“Tragedies of the commons” due to overuse and underinvestment have long been known to affect open access resources. Yet decimation of open access commons often catches everyone by surprise. Why the surprise? Among other reasons, overuse may occur in very small increments, or may be an accidental byproduct of seemingly unrelated technology; more generally, a resource’s common status undermines investment in learning about it. Open access to intellectual achievements does not destroy physical resources, but may undermine creative effort — but, in a happy surprise, may instead enhance creativity. An interesting surprise is that the drive to privatize creative achievements has generated a counter-movement to defend open access to these achievements. Scholars following Elinor Ostrom study common resources that are not left in open access but rather limited and managed; here surprises also show a mixture of attractive and unattractive features both in physical and intellectual domains, but they also generate lessons for such modern day developments as crowdsourcing and citizen science.Rose is the author of the classic article The Comedy of the Commons, published in 1986 in response to Garrett Hardin's 1968 The Tragedy of the Commons.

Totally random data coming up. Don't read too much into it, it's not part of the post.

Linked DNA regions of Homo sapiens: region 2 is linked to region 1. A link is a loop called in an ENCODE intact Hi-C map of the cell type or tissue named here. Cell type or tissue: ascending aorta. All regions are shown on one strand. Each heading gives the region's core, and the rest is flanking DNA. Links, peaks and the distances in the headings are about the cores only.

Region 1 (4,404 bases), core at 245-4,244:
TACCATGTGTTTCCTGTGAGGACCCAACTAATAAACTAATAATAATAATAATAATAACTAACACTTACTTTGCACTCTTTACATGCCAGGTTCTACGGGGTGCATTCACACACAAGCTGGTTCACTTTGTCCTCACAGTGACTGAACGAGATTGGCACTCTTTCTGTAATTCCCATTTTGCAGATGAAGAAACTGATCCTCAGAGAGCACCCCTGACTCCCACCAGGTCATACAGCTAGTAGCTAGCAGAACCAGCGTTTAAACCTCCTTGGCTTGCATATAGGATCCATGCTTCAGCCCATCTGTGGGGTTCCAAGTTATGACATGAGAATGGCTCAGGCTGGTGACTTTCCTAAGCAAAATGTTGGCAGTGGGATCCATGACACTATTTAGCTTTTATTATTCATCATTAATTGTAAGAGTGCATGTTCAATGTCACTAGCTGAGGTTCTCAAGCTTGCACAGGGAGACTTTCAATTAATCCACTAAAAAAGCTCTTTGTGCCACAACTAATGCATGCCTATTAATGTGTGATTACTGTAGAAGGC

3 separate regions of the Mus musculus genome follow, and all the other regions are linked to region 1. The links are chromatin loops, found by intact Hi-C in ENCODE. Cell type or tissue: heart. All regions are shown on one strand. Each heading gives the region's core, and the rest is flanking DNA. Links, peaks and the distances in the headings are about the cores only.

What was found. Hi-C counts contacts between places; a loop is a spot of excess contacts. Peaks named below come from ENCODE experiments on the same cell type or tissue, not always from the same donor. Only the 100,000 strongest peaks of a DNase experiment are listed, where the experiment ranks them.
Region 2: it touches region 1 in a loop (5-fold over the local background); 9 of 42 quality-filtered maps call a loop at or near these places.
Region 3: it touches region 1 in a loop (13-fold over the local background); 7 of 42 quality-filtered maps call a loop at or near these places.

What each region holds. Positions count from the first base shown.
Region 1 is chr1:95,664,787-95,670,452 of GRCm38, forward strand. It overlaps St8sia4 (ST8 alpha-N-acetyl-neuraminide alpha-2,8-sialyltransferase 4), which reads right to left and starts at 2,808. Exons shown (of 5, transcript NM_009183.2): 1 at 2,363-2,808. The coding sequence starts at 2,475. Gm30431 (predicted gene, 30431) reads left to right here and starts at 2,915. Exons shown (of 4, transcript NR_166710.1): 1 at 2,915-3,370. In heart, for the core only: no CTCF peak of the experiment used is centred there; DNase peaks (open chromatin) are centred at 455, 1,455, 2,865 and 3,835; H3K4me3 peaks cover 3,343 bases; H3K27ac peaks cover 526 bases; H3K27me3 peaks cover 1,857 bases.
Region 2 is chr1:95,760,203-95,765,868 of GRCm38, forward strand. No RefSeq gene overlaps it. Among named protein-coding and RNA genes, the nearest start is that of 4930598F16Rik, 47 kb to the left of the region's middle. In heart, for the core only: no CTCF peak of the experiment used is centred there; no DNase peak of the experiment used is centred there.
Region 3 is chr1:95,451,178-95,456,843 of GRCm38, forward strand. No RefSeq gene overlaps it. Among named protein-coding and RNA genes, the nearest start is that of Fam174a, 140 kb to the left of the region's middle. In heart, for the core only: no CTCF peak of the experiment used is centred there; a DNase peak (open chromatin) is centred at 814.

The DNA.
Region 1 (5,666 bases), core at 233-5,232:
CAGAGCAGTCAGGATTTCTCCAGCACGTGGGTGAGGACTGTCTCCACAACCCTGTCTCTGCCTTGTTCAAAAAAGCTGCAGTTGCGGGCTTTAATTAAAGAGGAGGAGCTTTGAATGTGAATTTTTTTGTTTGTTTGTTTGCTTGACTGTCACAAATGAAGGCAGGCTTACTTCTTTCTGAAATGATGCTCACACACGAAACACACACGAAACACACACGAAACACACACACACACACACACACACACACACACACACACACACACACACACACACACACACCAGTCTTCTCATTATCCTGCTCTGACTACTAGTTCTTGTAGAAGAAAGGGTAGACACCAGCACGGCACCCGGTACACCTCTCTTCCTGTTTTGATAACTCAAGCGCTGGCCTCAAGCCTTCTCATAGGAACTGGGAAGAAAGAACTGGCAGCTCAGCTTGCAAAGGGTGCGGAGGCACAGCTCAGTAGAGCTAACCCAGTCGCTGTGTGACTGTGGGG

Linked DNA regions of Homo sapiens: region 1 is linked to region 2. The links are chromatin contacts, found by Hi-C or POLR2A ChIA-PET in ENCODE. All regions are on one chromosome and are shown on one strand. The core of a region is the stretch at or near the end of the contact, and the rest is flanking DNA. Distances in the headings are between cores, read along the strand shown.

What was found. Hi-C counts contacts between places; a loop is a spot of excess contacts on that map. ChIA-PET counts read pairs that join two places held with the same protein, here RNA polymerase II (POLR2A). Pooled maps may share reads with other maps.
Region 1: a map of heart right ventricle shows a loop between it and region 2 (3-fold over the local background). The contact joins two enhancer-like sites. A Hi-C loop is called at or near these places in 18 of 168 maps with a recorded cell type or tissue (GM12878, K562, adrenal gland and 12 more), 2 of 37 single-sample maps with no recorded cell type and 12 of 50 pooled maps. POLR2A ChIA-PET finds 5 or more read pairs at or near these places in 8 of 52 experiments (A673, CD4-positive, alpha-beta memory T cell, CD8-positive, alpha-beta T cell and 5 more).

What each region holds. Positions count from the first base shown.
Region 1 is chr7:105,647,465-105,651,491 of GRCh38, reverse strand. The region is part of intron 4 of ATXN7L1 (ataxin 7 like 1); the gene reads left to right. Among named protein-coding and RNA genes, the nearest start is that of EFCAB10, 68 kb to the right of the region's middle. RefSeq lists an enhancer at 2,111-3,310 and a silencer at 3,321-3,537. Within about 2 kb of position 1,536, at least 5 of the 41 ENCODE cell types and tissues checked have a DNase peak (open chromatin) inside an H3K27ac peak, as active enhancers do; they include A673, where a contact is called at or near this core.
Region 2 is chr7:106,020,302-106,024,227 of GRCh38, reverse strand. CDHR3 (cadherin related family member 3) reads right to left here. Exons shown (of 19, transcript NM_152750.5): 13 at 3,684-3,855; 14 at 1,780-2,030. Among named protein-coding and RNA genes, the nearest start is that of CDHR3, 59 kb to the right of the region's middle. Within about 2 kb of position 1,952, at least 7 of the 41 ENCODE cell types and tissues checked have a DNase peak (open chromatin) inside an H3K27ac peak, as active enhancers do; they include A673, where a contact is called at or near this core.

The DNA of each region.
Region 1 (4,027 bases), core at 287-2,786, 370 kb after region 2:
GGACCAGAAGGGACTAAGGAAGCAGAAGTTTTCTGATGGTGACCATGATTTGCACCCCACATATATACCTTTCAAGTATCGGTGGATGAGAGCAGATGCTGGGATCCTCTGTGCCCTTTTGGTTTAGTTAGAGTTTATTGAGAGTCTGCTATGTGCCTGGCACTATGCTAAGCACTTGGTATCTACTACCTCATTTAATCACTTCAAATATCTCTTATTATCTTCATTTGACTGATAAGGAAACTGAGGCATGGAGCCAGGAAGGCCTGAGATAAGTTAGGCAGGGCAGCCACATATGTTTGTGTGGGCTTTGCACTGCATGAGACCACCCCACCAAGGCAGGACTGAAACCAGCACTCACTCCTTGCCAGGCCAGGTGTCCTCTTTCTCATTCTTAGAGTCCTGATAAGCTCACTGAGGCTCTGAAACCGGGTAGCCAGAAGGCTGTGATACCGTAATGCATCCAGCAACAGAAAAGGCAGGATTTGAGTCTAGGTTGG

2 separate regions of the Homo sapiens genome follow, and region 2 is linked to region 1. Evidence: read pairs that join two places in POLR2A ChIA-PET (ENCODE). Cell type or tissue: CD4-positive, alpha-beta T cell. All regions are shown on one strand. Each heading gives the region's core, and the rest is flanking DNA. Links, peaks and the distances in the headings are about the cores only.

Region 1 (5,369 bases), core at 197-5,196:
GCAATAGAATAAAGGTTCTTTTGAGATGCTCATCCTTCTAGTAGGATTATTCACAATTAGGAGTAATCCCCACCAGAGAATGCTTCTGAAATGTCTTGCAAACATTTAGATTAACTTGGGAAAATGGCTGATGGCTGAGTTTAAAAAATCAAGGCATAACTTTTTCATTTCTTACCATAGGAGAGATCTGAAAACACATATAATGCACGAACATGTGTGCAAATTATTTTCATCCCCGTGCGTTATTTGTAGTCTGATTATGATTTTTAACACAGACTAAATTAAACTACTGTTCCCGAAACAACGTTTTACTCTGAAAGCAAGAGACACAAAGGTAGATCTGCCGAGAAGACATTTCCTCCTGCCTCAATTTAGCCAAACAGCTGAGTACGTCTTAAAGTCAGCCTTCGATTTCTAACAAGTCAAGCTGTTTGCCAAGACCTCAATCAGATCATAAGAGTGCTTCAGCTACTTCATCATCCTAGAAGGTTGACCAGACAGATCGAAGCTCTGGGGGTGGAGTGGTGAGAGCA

Interest in common resources has only grown since then; Elinor Ostrom won the 2009 Nobel Prize for her work on commons governance, and Brett Frischmann, Mike Madison, and Kathy Strandburg have extended this line of work with their just-published volume, Governing Knowledge Commons (intro and first chapter here), which is on my reading list.